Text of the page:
Systemic metabolite profiling reveals sexual dimorphism of AIBP control of metabolism in mice.

Citation metadata

Date: Apr. 1, 2021
From: PLoS ONE(Vol. 16, Issue 4)
Publisher: Public Library of Science
Document Type: Report
Length: 4,935 words
Lexile Measure: 1320L

Document controls

Main content

Abstract :

Emerging studies indicate that APOA-I binding protein (AIBP) is a secreted protein and functions extracellularly to promote cellular cholesterol efflux, thereby disrupting lipid rafts on the plasma membrane. AIBP is also present in the mitochondria and acts as an epimerase, facilitating the repair of dysfunctional hydrated NAD(P)H, known as NAD(P)H(X). Importantly, AIBP deficiency contributes to lethal neurometabolic disorder, reminiscent of the Leigh syndrome in humans. Whereas cyclic NADPHX production is proposed to be the underlying cause, we hypothesize that an unbiased metabolic profiling may: 1) reveal new clues for the lethality, e.g., changes of mitochondrial metabolites., and 2) identify metabolites associated with new AIBP functions. To this end, we performed unbiased and profound metabolic studies of plasma obtained from adult AIBP knockout mice and control littermates of both genders. Our systemic metabolite profiling, encompassing 9 super pathways, identified a total of 640 compounds. Our studies demonstrate a surprising sexual dimorphism of metabolites affected by AIBP deletion, with more statistically significant changes in the AIBP knockout female vs male when compared with the corresponding controls. AIBP knockout trends to reduce cholesterol but increase the bile acid precursor 7-HOCA in female but not male. Complex lipids, phospholipids, sphingomyelin and plasmalogens were reduced, while monoacylglycerol, fatty acids and the lipid soluble vitamins E and carotene diol were elevated in AIBP knockout female but not male. NAD metabolites were not significantly different in AIBP knockout vs control mice but differed for male vs female mice. Metabolites associated with glycolysis and the Krebs cycle were unchanged by AIBP knockout. Importantly, polyamine spermidine, critical for many cellular functions including cerebral cortex synapses, was reduced in male but not female AIBP knockout. This is the first report of a systemic metabolite profile of plasma samples from AIBP knockout mice, and provides a metabolic basis for future studies of AIBP regulation of cellular metabolism and the pathophysiological presentation of AIBP deficiency in patients.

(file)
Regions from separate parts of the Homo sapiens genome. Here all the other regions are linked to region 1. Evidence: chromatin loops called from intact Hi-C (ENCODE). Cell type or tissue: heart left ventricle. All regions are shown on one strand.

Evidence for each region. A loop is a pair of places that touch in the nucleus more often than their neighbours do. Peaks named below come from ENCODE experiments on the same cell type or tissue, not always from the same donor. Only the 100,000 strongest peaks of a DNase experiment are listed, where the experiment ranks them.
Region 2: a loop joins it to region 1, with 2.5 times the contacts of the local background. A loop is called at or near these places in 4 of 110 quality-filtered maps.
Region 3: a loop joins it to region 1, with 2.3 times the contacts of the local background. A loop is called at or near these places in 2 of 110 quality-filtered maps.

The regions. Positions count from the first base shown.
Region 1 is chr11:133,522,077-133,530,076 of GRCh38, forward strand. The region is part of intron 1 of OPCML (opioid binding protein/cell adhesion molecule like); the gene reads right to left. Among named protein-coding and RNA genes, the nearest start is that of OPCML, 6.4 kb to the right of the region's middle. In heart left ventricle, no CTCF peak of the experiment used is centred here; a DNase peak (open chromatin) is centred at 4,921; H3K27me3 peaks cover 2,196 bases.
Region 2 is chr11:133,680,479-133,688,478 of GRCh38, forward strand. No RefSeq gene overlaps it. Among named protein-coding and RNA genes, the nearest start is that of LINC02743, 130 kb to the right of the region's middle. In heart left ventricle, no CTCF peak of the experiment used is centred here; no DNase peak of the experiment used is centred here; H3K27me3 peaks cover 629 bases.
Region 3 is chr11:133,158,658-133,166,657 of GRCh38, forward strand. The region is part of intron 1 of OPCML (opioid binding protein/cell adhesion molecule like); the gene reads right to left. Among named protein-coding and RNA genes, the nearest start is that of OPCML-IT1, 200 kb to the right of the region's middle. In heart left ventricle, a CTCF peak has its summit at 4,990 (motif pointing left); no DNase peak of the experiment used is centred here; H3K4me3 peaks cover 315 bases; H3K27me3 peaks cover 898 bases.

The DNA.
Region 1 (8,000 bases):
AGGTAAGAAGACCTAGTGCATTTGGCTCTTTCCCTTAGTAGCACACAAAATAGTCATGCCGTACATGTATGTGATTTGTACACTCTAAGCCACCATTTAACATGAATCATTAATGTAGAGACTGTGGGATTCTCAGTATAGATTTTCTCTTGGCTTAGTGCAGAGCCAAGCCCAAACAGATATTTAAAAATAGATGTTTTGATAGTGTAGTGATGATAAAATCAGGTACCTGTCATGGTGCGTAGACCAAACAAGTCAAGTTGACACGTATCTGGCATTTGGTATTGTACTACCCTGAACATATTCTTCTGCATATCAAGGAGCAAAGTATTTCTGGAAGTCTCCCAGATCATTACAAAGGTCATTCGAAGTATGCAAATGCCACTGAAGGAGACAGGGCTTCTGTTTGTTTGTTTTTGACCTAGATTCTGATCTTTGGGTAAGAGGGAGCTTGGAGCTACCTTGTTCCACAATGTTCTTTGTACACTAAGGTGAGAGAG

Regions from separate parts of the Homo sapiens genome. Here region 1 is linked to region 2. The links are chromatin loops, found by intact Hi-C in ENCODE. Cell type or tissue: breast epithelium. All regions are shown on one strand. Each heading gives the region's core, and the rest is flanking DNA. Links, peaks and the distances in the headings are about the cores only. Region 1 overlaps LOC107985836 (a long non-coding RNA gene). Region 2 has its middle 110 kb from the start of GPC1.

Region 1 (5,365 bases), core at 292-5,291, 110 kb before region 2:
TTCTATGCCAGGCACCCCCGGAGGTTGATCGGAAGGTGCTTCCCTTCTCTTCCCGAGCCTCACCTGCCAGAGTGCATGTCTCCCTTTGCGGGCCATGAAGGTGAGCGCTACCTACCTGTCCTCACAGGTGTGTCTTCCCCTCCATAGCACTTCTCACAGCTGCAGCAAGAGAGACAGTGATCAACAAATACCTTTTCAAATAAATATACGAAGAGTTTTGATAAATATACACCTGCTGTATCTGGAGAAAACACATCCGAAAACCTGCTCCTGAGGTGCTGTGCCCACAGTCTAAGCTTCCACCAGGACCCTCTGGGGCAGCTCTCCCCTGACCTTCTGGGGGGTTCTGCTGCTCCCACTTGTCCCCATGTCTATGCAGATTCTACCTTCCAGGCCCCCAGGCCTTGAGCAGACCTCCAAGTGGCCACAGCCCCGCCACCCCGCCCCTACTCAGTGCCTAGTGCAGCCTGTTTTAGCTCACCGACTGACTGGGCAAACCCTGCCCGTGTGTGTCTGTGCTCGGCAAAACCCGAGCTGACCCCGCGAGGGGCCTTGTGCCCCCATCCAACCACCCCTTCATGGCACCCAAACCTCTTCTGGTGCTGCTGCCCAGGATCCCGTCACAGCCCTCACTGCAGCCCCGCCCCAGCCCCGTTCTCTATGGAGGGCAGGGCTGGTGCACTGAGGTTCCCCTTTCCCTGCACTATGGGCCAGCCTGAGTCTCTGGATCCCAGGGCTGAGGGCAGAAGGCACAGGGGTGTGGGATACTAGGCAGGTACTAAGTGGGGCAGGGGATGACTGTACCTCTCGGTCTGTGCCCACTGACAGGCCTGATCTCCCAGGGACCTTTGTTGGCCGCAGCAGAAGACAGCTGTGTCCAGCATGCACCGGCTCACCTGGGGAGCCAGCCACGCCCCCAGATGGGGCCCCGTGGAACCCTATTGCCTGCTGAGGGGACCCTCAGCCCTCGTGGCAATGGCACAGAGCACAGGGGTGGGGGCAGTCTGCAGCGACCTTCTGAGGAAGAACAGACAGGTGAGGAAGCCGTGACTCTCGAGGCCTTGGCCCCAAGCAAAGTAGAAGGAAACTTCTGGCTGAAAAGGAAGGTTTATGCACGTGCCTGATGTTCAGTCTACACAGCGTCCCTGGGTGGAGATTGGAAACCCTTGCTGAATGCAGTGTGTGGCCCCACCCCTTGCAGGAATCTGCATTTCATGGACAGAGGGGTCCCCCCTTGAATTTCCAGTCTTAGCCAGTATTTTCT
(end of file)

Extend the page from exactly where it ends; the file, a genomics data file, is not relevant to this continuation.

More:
Source Citation

Source Citation   

Gale Document Number: GALE|A657069367